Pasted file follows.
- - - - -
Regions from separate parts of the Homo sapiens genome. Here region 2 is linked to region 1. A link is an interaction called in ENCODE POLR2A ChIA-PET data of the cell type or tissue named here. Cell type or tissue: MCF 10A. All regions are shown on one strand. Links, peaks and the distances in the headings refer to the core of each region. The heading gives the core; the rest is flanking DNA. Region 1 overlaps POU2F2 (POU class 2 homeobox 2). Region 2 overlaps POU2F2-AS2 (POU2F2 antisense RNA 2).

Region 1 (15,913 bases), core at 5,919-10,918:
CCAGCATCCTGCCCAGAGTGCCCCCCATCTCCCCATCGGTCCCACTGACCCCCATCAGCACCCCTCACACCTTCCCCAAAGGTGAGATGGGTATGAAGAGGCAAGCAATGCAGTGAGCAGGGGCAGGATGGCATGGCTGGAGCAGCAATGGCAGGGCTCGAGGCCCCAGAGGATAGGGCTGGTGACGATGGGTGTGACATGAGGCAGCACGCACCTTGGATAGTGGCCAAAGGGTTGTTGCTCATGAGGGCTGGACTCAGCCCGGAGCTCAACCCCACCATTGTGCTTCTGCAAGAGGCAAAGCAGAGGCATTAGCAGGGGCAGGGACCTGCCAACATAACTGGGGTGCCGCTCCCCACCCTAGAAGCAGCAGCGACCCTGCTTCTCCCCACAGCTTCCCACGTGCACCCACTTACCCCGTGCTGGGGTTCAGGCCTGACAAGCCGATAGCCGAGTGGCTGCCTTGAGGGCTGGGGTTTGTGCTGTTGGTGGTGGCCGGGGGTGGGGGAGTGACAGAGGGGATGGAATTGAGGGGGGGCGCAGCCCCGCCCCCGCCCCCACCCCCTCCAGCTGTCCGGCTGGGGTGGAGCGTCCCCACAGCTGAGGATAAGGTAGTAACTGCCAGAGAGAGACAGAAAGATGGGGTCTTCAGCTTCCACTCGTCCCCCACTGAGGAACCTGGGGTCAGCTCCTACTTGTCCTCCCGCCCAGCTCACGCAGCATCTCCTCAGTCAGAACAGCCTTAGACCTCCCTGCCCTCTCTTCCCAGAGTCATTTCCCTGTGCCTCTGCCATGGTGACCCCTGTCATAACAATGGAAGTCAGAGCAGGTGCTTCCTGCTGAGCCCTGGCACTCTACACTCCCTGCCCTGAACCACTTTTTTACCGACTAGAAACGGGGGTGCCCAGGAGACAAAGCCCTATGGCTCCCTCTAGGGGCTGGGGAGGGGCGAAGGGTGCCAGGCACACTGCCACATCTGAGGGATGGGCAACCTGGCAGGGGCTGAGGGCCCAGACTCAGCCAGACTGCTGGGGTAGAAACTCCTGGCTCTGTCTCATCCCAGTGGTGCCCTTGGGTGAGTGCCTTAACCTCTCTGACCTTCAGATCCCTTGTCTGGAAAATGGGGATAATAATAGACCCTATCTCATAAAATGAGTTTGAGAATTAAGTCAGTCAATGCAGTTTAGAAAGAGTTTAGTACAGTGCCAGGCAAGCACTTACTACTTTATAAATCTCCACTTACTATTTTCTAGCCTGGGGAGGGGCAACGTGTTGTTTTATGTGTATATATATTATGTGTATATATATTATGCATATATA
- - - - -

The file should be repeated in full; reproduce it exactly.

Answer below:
Regions from separate parts of the Homo sapiens genome. Here region 2 is linked to region 1. A link is an interaction called in ENCODE POLR2A ChIA-PET data of the cell type or tissue named here. Cell type or tissue: MCF 10A. All regions are shown on one strand. Links, peaks and the distances in the headings refer to the core of each region. The heading gives the core; the rest is flanking DNA. Region 1 overlaps POU2F2 (POU class 2 homeobox 2). Region 2 overlaps POU2F2-AS2 (POU2F2 antisense RNA 2).

Region 1 (15,913 bases), core at 5,919-10,918:
CCAGCATCCTGCCCAGAGTGCCCCCCATCTCCCCATCGGTCCCACTGACCCCCATCAGCACCCCTCACACCTTCCCCAAAGGTGAGATGGGTATGAAGAGGCAAGCAATGCAGTGAGCAGGGGCAGGATGGCATGGCTGGAGCAGCAATGGCAGGGCTCGAGGCCCCAGAGGATAGGGCTGGTGACGATGGGTGTGACATGAGGCAGCACGCACCTTGGATAGTGGCCAAAGGGTTGTTGCTCATGAGGGCTGGACTCAGCCCGGAGCTCAACCCCACCATTGTGCTTCTGCAAGAGGCAAAGCAGAGGCATTAGCAGGGGCAGGGACCTGCCAACATAACTGGGGTGCCGCTCCCCACCCTAGAAGCAGCAGCGACCCTGCTTCTCCCCACAGCTTCCCACGTGCACCCACTTACCCCGTGCTGGGGTTCAGGCCTGACAAGCCGATAGCCGAGTGGCTGCCTTGAGGGCTGGGGTTTGTGCTGTTGGTGGTGGCCGGGGGTGGGGGAGTGACAGAGGGGATGGAATTGAGGGGGGGCGCAGCCCCGCCCCCGCCCCCACCCCCTCCAGCTGTCCGGCTGGGGTGGAGCGTCCCCACAGCTGAGGATAAGGTAGTAACTGCCAGAGAGAGACAGAAAGATGGGGTCTTCAGCTTCCACTCGTCCCCCACTGAGGAACCTGGGGTCAGCTCCTACTTGTCCTCCCGCCCAGCTCACGCAGCATCTCCTCAGTCAGAACAGCCTTAGACCTCCCTGCCCTCTCTTCCCAGAGTCATTTCCCTGTGCCTCTGCCATGGTGACCCCTGTCATAACAATGGAAGTCAGAGCAGGTGCTTCCTGCTGAGCCCTGGCACTCTACACTCCCTGCCCTGAACCACTTTTTTACCGACTAGAAACGGGGGTGCCCAGGAGACAAAGCCCTATGGCTCCCTCTAGGGGCTGGGGAGGGGCGAAGGGTGCCAGGCACACTGCCACATCTGAGGGATGGGCAACCTGGCAGGGGCTGAGGGCCCAGACTCAGCCAGACTGCTGGGGTAGAAACTCCTGGCTCTGTCTCATCCCAGTGGTGCCCTTGGGTGAGTGCCTTAACCTCTCTGACCTTCAGATCCCTTGTCTGGAAAATGGGGATAATAATAGACCCTATCTCATAAAATGAGTTTGAGAATTAAGTCAGTCAATGCAGTTTAGAAAGAGTTTAGTACAGTGCCAGGCAAGCACTTACTACTTTATAAATCTCCACTTACTATTTTCTAGCCTGGGGAGGGGCAACGTGTTGTTTTATGTGTATATATATTATGTGTATATATATTATGCATATATA